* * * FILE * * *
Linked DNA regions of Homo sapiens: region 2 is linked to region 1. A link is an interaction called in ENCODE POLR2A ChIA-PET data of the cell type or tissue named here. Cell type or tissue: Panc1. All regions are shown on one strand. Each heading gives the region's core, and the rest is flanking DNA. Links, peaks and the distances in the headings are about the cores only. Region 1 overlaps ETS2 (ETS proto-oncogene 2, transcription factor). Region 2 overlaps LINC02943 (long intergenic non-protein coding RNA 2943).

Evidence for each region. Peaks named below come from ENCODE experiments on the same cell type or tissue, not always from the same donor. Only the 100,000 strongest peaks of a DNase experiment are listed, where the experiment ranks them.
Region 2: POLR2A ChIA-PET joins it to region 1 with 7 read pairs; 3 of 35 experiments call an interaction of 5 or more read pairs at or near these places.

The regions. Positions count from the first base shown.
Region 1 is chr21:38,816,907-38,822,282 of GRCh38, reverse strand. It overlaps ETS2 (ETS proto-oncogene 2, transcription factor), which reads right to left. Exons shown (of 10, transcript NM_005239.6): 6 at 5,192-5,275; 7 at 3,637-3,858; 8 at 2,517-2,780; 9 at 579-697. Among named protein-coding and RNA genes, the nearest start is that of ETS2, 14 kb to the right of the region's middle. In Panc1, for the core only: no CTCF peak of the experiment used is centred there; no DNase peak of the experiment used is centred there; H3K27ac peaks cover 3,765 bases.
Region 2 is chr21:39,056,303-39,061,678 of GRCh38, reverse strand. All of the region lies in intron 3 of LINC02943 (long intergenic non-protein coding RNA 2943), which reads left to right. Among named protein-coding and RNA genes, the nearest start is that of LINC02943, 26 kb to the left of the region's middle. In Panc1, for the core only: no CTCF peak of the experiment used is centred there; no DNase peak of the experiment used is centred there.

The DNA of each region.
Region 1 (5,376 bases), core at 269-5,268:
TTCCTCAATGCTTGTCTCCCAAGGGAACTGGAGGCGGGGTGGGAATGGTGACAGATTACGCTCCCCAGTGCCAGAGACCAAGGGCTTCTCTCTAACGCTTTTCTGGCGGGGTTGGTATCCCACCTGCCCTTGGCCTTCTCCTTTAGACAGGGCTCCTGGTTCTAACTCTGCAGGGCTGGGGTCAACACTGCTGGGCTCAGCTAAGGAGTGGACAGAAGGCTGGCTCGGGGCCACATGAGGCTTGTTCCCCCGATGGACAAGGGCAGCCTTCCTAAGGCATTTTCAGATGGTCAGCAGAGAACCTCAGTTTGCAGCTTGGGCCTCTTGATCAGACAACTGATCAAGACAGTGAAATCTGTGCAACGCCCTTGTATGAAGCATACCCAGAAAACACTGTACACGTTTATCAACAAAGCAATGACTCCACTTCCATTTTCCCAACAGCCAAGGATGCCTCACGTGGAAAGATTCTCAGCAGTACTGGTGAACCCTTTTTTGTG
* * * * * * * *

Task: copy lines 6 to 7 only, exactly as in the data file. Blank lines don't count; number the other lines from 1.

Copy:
Region 2 is chr21:39,056,303-39,061,678 of GRCh38, reverse strand. All of the region lies in intron 3 of LINC02943 (long intergenic non-protein coding RNA 2943), which reads left to right. Among named protein-coding and RNA genes, the nearest start is that of LINC02943, 26 kb to the left of the region's middle. In Panc1, for the core only: no CTCF peak of the experiment used is centred there; no DNase peak of the experiment used is centred there.

The DNA of each region.